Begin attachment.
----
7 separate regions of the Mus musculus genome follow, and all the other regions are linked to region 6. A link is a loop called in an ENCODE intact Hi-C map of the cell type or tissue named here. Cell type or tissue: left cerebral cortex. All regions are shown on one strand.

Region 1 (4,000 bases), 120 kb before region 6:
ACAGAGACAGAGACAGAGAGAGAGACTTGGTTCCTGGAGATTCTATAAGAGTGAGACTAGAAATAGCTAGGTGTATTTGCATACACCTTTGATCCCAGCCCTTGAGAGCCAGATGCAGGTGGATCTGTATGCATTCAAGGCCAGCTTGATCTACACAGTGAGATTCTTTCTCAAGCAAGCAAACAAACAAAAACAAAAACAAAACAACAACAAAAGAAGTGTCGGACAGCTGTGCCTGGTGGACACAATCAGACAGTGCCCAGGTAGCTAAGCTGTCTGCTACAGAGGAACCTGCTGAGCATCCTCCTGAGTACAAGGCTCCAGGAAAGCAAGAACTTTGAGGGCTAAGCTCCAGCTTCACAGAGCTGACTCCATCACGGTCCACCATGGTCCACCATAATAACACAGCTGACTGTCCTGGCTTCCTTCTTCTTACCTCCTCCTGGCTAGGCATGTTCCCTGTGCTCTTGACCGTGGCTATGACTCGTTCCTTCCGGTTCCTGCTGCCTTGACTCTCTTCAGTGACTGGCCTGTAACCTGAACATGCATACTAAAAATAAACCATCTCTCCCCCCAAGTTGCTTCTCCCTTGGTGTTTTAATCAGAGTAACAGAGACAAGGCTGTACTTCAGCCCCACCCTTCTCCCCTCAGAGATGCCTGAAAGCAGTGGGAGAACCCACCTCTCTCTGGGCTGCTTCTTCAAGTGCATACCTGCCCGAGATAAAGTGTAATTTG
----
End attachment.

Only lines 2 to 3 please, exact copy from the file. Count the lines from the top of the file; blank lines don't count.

Region 1 (4,000 bases), 120 kb before region 6:
ACAGAGACAGAGACAGAGAGAGAGACTTGGTTCCTGGAGATTCTATAAGAGTGAGACTAGAAATAGCTAGGTGTATTTGCATACACCTTTGATCCCAGCCCTTGAGAGCCAGATGCAGGTGGATCTGTATGCATTCAAGGCCAGCTTGATCTACACAGTGAGATTCTTTCTCAAGCAAGCAAACAAACAAAAACAAAAACAAAACAACAACAAAAGAAGTGTCGGACAGCTGTGCCTGGTGGACACAATCAGACAGTGCCCAGGTAGCTAAGCTGTCTGCTACAGAGGAACCTGCTGAGCATCCTCCTGAGTACAAGGCTCCAGGAAAGCAAGAACTTTGAGGGCTAAGCTCCAGCTTCACAGAGCTGACTCCATCACGGTCCACCATGGTCCACCATAATAACACAGCTGACTGTCCTGGCTTCCTTCTTCTTACCTCCTCCTGGCTAGGCATGTTCCCTGTGCTCTTGACCGTGGCTATGACTCGTTCCTTCCGGTTCCTGCTGCCTTGACTCTCTTCAGTGACTGGCCTGTAACCTGAACATGCATACTAAAAATAAACCATCTCTCCCCCCAAGTTGCTTCTCCCTTGGTGTTTTAATCAGAGTAACAGAGACAAGGCTGTACTTCAGCCCCACCCTTCTCCCCTCAGAGATGCCTGAAAGCAGTGGGAGAACCCACCTCTCTCTGGGCTGCTTCTTCAAGTGCATACCTGCCCGAGATAAAGTGTAATTTG